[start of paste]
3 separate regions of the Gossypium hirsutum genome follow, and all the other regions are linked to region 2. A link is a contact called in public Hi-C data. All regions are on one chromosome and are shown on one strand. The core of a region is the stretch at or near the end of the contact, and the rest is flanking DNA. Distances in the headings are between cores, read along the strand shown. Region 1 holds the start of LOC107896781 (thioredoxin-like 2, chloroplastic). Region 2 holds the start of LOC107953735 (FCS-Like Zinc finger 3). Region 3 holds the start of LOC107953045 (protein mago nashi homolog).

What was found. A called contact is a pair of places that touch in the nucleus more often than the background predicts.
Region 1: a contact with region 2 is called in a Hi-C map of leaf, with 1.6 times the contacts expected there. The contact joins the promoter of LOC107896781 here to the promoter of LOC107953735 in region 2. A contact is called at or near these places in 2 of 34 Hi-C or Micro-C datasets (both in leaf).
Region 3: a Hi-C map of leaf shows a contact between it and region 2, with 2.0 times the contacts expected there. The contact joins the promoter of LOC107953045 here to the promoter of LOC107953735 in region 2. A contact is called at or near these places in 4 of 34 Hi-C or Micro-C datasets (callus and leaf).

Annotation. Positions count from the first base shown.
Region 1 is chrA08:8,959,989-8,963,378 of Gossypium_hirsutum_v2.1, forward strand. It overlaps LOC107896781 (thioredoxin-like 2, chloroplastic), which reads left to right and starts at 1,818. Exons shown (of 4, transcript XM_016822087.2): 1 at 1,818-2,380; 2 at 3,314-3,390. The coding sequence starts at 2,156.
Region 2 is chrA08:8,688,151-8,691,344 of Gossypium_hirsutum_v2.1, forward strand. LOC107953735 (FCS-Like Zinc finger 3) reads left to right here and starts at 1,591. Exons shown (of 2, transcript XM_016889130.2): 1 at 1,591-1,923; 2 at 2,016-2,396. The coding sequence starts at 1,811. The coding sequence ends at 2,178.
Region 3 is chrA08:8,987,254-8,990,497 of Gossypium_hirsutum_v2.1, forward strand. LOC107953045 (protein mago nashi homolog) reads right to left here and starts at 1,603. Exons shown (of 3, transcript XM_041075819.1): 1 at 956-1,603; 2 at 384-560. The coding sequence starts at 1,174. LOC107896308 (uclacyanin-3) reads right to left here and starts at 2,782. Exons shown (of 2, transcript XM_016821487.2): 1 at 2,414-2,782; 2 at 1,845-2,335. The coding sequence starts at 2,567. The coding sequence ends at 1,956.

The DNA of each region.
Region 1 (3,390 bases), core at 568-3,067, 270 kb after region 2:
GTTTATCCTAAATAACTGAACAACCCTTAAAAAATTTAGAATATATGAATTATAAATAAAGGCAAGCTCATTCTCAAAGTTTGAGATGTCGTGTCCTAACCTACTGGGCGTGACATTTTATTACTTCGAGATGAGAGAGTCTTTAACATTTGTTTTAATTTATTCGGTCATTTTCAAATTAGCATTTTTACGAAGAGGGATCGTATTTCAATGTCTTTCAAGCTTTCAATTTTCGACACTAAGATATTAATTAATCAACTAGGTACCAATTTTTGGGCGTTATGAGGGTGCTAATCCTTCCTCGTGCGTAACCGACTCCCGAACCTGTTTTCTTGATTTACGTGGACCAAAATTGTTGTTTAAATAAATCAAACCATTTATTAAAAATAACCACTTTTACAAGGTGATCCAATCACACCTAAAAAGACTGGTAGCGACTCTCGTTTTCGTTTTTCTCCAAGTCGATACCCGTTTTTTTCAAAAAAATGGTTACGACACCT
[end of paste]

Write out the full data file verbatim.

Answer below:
3 separate regions of the Gossypium hirsutum genome follow, and all the other regions are linked to region 2. A link is a contact called in public Hi-C data. All regions are on one chromosome and are shown on one strand. The core of a region is the stretch at or near the end of the contact, and the rest is flanking DNA. Distances in the headings are between cores, read along the strand shown. Region 1 holds the start of LOC107896781 (thioredoxin-like 2, chloroplastic). Region 2 holds the start of LOC107953735 (FCS-Like Zinc finger 3). Region 3 holds the start of LOC107953045 (protein mago nashi homolog).

What was found. A called contact is a pair of places that touch in the nucleus more often than the background predicts.
Region 1: a contact with region 2 is called in a Hi-C map of leaf, with 1.6 times the contacts expected there. The contact joins the promoter of LOC107896781 here to the promoter of LOC107953735 in region 2. A contact is called at or near these places in 2 of 34 Hi-C or Micro-C datasets (both in leaf).
Region 3: a Hi-C map of leaf shows a contact between it and region 2, with 2.0 times the contacts expected there. The contact joins the promoter of LOC107953045 here to the promoter of LOC107953735 in region 2. A contact is called at or near these places in 4 of 34 Hi-C or Micro-C datasets (callus and leaf).

Annotation. Positions count from the first base shown.
Region 1 is chrA08:8,959,989-8,963,378 of Gossypium_hirsutum_v2.1, forward strand. It overlaps LOC107896781 (thioredoxin-like 2, chloroplastic), which reads left to right and starts at 1,818. Exons shown (of 4, transcript XM_016822087.2): 1 at 1,818-2,380; 2 at 3,314-3,390. The coding sequence starts at 2,156.
Region 2 is chrA08:8,688,151-8,691,344 of Gossypium_hirsutum_v2.1, forward strand. LOC107953735 (FCS-Like Zinc finger 3) reads left to right here and starts at 1,591. Exons shown (of 2, transcript XM_016889130.2): 1 at 1,591-1,923; 2 at 2,016-2,396. The coding sequence starts at 1,811. The coding sequence ends at 2,178.
Region 3 is chrA08:8,987,254-8,990,497 of Gossypium_hirsutum_v2.1, forward strand. LOC107953045 (protein mago nashi homolog) reads right to left here and starts at 1,603. Exons shown (of 3, transcript XM_041075819.1): 1 at 956-1,603; 2 at 384-560. The coding sequence starts at 1,174. LOC107896308 (uclacyanin-3) reads right to left here and starts at 2,782. Exons shown (of 2, transcript XM_016821487.2): 1 at 2,414-2,782; 2 at 1,845-2,335. The coding sequence starts at 2,567. The coding sequence ends at 1,956.

The DNA of each region.
Region 1 (3,390 bases), core at 568-3,067, 270 kb after region 2:
GTTTATCCTAAATAACTGAACAACCCTTAAAAAATTTAGAATATATGAATTATAAATAAAGGCAAGCTCATTCTCAAAGTTTGAGATGTCGTGTCCTAACCTACTGGGCGTGACATTTTATTACTTCGAGATGAGAGAGTCTTTAACATTTGTTTTAATTTATTCGGTCATTTTCAAATTAGCATTTTTACGAAGAGGGATCGTATTTCAATGTCTTTCAAGCTTTCAATTTTCGACACTAAGATATTAATTAATCAACTAGGTACCAATTTTTGGGCGTTATGAGGGTGCTAATCCTTCCTCGTGCGTAACCGACTCCCGAACCTGTTTTCTTGATTTACGTGGACCAAAATTGTTGTTTAAATAAATCAAACCATTTATTAAAAATAACCACTTTTACAAGGTGATCCAATCACACCTAAAAAGACTGGTAGCGACTCTCGTTTTCGTTTTTCTCCAAGTCGATACCCGTTTTTTTCAAAAAAATGGTTACGACACCT